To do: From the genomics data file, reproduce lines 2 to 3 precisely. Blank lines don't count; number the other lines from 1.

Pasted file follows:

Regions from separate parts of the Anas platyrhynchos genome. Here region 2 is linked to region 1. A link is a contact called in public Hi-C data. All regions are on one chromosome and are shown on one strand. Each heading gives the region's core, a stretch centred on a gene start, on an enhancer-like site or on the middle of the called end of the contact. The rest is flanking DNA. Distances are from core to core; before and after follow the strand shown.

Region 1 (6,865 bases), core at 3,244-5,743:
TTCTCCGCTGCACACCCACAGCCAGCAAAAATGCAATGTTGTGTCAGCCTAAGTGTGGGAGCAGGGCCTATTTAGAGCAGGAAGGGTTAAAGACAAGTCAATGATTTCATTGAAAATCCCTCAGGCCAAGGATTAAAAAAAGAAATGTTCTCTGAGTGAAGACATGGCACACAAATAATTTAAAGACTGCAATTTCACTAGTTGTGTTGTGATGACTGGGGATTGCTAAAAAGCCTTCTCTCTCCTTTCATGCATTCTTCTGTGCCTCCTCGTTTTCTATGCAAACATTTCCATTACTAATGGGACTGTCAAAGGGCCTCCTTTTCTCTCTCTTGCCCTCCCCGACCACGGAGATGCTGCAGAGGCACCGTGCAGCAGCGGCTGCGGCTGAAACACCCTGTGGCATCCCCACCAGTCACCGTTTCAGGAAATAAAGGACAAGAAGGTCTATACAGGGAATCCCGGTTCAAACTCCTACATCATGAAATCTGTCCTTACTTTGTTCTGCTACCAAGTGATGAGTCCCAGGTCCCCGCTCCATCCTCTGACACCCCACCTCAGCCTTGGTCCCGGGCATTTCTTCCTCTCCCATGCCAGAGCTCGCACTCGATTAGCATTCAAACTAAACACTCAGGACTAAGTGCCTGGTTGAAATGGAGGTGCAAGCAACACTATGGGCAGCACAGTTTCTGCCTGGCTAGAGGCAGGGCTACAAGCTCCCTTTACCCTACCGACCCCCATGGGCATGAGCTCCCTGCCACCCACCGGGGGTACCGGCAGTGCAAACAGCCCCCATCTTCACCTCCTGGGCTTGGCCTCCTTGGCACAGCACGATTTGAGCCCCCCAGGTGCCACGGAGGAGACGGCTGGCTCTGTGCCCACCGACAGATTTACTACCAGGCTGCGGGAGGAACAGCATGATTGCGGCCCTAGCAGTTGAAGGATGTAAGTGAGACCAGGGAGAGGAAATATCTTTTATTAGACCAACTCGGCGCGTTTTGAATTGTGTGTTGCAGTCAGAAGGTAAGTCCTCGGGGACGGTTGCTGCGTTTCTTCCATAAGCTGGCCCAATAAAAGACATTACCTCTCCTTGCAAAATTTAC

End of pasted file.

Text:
Region 1 (6,865 bases), core at 3,244-5,743:
TTCTCCGCTGCACACCCACAGCCAGCAAAAATGCAATGTTGTGTCAGCCTAAGTGTGGGAGCAGGGCCTATTTAGAGCAGGAAGGGTTAAAGACAAGTCAATGATTTCATTGAAAATCCCTCAGGCCAAGGATTAAAAAAAGAAATGTTCTCTGAGTGAAGACATGGCACACAAATAATTTAAAGACTGCAATTTCACTAGTTGTGTTGTGATGACTGGGGATTGCTAAAAAGCCTTCTCTCTCCTTTCATGCATTCTTCTGTGCCTCCTCGTTTTCTATGCAAACATTTCCATTACTAATGGGACTGTCAAAGGGCCTCCTTTTCTCTCTCTTGCCCTCCCCGACCACGGAGATGCTGCAGAGGCACCGTGCAGCAGCGGCTGCGGCTGAAACACCCTGTGGCATCCCCACCAGTCACCGTTTCAGGAAATAAAGGACAAGAAGGTCTATACAGGGAATCCCGGTTCAAACTCCTACATCATGAAATCTGTCCTTACTTTGTTCTGCTACCAAGTGATGAGTCCCAGGTCCCCGCTCCATCCTCTGACACCCCACCTCAGCCTTGGTCCCGGGCATTTCTTCCTCTCCCATGCCAGAGCTCGCACTCGATTAGCATTCAAACTAAACACTCAGGACTAAGTGCCTGGTTGAAATGGAGGTGCAAGCAACACTATGGGCAGCACAGTTTCTGCCTGGCTAGAGGCAGGGCTACAAGCTCCCTTTACCCTACCGACCCCCATGGGCATGAGCTCCCTGCCACCCACCGGGGGTACCGGCAGTGCAAACAGCCCCCATCTTCACCTCCTGGGCTTGGCCTCCTTGGCACAGCACGATTTGAGCCCCCCAGGTGCCACGGAGGAGACGGCTGGCTCTGTGCCCACCGACAGATTTACTACCAGGCTGCGGGAGGAACAGCATGATTGCGGCCCTAGCAGTTGAAGGATGTAAGTGAGACCAGGGAGAGGAAATATCTTTTATTAGACCAACTCGGCGCGTTTTGAATTGTGTGTTGCAGTCAGAAGGTAAGTCCTCGGGGACGGTTGCTGCGTTTCTTCCATAAGCTGGCCCAATAAAAGACATTACCTCTCCTTGCAAAATTTAC